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  • How children perceive fractals: Hierarchical self-similarity and cognitive development.Maurício Dias Martins, Sabine Laaha, Eva Maria Freiberger, Soonja Choi & W. Tecumseh Fitch - 2014 - Cognition 133 (1):10-24.
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  • Spatial reasoning in Tenejapan Mayans.Peggy Li, Linda Abarbanell, Lila Gleitman & Anna Papafragou - 2011 - Cognition 120 (1):33-53.
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  • Competing perspectives on frames of reference in language and thought.Peggy Li & Linda Abarbanell - 2018 - Cognition 170 (C):9-24.
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  • Alternative spin on phylogenetically inherited spatial reference frames.Peggy Li & Linda Abarbanell - 2019 - Cognition 191 (C):103983.
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  • The Original Sin of Cognitive Science.Stephen C. Levinson - 2012 - Topics in Cognitive Science 4 (3):396-403.
    Classical cognitive science was launched on the premise that the architecture of human cognition is uniform and universal across the species. This premise is biologically impossible and is being actively undermined by, for example, imaging genomics. Anthropology (including archaeology, biological anthropology, linguistics, and cultural anthropology) is, in contrast, largely concerned with the diversification of human culture, language, and biology across time and space—it belongs fundamentally to the evolutionary sciences. The new cognitive sciences that will emerge from the interactions with the (...)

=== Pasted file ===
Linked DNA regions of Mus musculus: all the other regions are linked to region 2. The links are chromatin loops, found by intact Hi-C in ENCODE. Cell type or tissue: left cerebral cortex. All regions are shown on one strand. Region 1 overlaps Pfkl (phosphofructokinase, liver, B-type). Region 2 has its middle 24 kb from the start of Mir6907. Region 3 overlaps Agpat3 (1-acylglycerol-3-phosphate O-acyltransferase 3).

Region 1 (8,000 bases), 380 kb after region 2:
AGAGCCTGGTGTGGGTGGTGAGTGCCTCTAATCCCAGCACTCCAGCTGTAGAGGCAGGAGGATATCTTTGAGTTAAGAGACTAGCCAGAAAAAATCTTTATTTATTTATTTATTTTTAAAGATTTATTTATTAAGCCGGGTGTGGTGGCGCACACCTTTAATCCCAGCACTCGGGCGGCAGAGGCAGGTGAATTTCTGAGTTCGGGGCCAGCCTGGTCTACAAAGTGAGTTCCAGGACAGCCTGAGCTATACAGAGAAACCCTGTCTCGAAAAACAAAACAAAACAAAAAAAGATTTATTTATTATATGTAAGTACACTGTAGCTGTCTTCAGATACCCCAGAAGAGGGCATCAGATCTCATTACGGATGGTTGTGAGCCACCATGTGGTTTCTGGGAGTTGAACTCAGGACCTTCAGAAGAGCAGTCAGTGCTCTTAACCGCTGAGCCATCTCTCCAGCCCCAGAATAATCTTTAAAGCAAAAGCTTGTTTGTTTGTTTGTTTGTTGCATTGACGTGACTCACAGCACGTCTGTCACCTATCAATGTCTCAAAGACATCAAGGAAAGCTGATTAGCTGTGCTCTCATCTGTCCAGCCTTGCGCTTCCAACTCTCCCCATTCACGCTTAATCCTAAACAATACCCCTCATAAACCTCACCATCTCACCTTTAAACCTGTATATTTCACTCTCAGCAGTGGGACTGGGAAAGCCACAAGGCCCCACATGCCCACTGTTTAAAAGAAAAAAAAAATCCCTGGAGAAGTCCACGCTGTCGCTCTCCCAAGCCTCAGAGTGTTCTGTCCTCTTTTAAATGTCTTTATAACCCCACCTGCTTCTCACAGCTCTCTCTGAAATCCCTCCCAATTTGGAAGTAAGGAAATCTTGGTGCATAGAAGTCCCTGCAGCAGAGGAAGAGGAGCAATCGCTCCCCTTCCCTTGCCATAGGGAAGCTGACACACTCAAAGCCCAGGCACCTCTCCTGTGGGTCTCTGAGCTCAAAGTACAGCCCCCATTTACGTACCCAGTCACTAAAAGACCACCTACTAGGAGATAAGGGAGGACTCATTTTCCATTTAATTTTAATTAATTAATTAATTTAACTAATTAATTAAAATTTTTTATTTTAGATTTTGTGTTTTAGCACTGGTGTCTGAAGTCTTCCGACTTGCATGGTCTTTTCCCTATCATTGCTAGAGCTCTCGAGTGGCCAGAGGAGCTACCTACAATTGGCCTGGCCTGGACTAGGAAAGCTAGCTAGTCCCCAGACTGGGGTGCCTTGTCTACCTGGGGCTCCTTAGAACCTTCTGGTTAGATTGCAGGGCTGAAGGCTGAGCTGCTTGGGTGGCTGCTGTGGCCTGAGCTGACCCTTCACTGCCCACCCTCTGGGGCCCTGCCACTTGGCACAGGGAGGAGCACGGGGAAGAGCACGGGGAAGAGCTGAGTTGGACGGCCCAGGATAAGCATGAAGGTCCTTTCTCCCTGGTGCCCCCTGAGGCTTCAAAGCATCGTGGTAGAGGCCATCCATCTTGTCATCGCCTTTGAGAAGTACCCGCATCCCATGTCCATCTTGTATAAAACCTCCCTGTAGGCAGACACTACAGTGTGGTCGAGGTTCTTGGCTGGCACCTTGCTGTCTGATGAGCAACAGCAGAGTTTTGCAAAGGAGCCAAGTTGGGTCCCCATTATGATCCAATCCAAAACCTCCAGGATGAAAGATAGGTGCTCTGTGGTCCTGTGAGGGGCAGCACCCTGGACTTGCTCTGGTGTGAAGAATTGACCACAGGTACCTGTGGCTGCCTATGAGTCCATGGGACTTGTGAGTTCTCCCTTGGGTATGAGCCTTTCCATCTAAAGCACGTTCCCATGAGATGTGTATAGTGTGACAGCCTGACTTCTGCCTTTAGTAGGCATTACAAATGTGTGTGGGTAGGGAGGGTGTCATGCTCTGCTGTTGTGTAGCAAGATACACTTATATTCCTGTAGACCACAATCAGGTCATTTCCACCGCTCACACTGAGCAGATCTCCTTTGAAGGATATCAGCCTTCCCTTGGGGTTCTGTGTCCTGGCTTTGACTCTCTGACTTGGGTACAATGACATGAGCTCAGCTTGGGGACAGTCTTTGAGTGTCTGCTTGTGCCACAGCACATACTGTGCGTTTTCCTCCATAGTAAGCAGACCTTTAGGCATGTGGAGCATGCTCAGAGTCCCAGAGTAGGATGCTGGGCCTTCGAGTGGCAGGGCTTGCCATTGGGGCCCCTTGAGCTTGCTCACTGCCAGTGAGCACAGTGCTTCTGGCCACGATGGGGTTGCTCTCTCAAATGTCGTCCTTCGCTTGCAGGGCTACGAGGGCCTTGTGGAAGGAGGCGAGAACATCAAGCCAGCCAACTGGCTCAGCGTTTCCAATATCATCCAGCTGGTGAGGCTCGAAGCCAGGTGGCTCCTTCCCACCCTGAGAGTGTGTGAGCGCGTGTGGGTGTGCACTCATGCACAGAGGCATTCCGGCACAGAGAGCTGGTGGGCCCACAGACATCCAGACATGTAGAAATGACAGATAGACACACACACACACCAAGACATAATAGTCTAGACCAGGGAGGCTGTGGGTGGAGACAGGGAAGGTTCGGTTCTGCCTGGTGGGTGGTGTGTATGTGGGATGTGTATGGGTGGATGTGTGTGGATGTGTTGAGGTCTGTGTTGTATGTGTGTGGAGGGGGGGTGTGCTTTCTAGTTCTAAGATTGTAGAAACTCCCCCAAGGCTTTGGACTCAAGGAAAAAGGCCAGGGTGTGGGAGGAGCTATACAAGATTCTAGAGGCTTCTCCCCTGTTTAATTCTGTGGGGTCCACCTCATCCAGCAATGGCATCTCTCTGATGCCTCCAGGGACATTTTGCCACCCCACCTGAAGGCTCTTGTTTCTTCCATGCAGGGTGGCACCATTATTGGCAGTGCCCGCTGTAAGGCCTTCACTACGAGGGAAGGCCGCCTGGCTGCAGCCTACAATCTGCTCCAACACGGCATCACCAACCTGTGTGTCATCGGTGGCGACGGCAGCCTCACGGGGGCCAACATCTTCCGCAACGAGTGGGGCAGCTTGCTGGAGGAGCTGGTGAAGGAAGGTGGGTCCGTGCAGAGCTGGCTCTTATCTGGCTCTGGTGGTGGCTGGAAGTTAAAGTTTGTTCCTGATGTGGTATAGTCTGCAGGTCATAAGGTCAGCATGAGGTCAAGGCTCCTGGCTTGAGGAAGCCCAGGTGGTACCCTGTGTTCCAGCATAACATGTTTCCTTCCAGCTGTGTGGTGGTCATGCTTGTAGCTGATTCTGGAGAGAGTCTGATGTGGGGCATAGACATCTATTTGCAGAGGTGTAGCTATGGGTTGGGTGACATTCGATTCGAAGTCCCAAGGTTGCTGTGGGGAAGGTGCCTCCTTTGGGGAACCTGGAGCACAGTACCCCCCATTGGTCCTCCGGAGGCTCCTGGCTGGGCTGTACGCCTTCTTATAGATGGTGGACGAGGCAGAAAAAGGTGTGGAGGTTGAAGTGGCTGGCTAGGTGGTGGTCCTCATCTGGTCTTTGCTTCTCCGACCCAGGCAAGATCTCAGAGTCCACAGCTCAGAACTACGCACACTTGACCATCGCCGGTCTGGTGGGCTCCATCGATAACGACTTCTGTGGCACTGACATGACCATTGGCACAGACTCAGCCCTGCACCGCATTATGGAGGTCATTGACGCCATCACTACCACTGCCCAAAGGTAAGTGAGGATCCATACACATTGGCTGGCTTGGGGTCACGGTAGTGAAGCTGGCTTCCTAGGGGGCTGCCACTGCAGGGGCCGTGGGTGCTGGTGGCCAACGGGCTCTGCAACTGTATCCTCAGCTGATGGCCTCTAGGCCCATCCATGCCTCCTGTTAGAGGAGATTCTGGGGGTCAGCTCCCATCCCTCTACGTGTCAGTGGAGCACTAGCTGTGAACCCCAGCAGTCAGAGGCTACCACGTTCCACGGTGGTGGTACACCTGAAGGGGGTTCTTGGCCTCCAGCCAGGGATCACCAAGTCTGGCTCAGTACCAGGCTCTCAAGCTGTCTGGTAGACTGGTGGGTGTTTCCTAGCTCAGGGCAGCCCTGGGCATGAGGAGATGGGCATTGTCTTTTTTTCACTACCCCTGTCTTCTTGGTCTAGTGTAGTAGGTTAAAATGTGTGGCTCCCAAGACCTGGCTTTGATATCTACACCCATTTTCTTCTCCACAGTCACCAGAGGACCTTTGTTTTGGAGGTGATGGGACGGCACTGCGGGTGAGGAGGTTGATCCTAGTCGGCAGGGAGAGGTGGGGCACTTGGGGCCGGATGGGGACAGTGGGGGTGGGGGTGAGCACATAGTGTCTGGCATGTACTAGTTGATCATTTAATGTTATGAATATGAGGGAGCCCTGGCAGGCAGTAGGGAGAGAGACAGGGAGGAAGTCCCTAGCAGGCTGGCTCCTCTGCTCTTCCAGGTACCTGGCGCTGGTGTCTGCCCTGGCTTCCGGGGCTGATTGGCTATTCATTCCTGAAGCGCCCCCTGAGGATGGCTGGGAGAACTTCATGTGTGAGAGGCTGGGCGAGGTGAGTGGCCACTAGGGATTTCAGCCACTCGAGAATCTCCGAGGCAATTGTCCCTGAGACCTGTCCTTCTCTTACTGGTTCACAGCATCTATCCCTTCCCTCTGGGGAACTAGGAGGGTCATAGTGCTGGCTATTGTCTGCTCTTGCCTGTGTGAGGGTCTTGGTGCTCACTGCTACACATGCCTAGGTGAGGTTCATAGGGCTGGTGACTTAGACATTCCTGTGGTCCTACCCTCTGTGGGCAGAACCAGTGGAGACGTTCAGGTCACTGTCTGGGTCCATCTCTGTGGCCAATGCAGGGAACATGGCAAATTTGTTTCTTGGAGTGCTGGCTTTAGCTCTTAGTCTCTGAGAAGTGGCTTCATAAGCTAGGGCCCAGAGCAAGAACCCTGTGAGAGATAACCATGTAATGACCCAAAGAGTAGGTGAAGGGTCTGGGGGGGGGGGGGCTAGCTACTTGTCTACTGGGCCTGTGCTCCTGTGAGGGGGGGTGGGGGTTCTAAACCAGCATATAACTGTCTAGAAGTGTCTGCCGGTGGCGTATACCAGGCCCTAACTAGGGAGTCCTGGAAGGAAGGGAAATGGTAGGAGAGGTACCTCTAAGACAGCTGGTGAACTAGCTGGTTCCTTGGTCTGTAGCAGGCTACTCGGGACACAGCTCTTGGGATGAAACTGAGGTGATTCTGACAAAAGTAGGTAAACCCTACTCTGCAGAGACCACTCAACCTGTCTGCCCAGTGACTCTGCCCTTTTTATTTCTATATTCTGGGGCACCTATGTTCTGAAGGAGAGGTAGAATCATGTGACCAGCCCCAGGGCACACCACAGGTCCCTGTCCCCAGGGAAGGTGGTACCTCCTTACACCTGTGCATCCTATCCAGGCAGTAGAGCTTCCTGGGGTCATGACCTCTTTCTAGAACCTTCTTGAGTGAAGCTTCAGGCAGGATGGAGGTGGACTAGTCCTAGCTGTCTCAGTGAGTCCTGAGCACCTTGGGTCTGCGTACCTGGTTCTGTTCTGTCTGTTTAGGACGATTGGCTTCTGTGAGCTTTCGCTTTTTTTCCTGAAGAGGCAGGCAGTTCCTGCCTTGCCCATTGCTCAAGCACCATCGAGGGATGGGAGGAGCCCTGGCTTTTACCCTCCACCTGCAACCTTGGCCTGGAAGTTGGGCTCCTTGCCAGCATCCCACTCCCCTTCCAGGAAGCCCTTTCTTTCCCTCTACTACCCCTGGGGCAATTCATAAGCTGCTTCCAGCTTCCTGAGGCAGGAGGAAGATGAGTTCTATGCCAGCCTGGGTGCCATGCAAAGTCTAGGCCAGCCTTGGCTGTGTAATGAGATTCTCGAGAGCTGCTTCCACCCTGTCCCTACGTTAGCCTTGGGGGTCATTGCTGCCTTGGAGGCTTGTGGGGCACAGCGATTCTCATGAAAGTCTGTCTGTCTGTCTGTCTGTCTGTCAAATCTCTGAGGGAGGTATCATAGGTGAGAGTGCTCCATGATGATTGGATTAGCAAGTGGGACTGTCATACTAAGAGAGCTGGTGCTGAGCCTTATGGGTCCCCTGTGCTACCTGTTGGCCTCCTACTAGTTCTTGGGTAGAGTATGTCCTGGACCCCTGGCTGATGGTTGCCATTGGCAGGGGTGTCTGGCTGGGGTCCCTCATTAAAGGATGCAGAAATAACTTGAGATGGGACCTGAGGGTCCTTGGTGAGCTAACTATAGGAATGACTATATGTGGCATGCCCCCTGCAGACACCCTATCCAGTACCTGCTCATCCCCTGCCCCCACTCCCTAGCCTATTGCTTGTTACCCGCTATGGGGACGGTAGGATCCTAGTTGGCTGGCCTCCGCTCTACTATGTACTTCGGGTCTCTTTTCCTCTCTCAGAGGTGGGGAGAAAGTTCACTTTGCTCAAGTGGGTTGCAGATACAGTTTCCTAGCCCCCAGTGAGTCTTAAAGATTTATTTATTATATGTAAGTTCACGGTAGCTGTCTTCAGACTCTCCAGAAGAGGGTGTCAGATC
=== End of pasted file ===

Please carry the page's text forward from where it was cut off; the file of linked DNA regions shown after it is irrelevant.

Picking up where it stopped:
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  • Tools from evolutionary biology shed new light on the diversification of languages.Stephen C. Levinson & Russell D. Gray - 2012 - Trends in Cognitive Sciences 16 (3):167-173.
  • Uphill and Downhill in a Flat World: The Conceptual Topography of the Yupno House.Kensy Cooperrider, James Slotta & Rafael Núñez - 2017 - Cognitive Science 41 (3):768-799.
    Speakers of many languages around the world rely on body‐based contrasts (e.g., left/right) for spatial communication and cognition. Speakers of Yupno, a language of Papua New Guinea's mountainous interior, rely instead on an environment‐based uphill/downhill contrast. Body‐based contrasts are as easy to use indoors as outdoors, but environment‐based contrasts may not be. Do Yupno speakers still use uphill/downhill contrasts indoors and, if so, how? We report three studies on spatial communication within the Yupno house. Even in this flat world, uphill/downhill (...)
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  • An information-theoretic approach to the typology of spatial demonstratives.Sihan Chen, Richard Futrell & Kyle Mahowald - 2023 - Cognition 240 (C):105505.
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  • What Early Sapiens Cognition Can Teach Us: Untangling Cultural Influences on Human Cognition Across Time.Andrea Bender - 2020 - Frontiers in Psychology 11.
    Evidence of cultural influences on cognition is accumulating, but untangling these cultural influences from one another or from non-cultural influences has remained a challenging task. As between-group differences are neither a sufficient nor a necessary indicator of cultural impact, cross-cultural comparisons in isolation are unable to furnish any cogent conclusions. This shortfall can be compensated by taking a diachronic perspective that focuses on the role of culture for the emergence and evolution of our cognitive abilities. Three strategies for reconstructing early (...)